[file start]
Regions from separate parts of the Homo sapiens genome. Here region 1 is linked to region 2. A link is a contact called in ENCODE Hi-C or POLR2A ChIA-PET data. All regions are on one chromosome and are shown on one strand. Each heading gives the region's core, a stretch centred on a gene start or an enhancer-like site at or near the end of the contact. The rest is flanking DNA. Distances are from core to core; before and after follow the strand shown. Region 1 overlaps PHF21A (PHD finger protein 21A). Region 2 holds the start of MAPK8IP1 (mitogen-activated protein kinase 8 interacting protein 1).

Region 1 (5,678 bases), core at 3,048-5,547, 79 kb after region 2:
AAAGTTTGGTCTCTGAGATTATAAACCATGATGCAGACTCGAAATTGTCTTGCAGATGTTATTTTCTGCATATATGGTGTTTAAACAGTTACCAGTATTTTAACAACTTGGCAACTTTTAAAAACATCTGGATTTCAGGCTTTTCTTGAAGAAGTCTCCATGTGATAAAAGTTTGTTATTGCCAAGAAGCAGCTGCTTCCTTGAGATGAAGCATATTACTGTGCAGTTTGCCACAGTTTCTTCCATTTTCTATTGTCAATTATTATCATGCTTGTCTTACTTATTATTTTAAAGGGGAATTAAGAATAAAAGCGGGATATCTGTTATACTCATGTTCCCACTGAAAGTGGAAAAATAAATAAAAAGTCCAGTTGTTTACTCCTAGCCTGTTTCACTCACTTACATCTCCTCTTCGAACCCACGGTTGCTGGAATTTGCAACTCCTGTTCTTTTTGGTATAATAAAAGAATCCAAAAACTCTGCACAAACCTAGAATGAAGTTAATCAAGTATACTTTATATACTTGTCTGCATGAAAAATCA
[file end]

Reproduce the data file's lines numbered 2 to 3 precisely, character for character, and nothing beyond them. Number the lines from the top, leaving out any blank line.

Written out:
Region 1 (5,678 bases), core at 3,048-5,547, 79 kb after region 2:
AAAGTTTGGTCTCTGAGATTATAAACCATGATGCAGACTCGAAATTGTCTTGCAGATGTTATTTTCTGCATATATGGTGTTTAAACAGTTACCAGTATTTTAACAACTTGGCAACTTTTAAAAACATCTGGATTTCAGGCTTTTCTTGAAGAAGTCTCCATGTGATAAAAGTTTGTTATTGCCAAGAAGCAGCTGCTTCCTTGAGATGAAGCATATTACTGTGCAGTTTGCCACAGTTTCTTCCATTTTCTATTGTCAATTATTATCATGCTTGTCTTACTTATTATTTTAAAGGGGAATTAAGAATAAAAGCGGGATATCTGTTATACTCATGTTCCCACTGAAAGTGGAAAAATAAATAAAAAGTCCAGTTGTTTACTCCTAGCCTGTTTCACTCACTTACATCTCCTCTTCGAACCCACGGTTGCTGGAATTTGCAACTCCTGTTCTTTTTGGTATAATAAAAGAATCCAAAAACTCTGCACAAACCTAGAATGAAGTTAATCAAGTATACTTTATATACTTGTCTGCATGAAAAATCA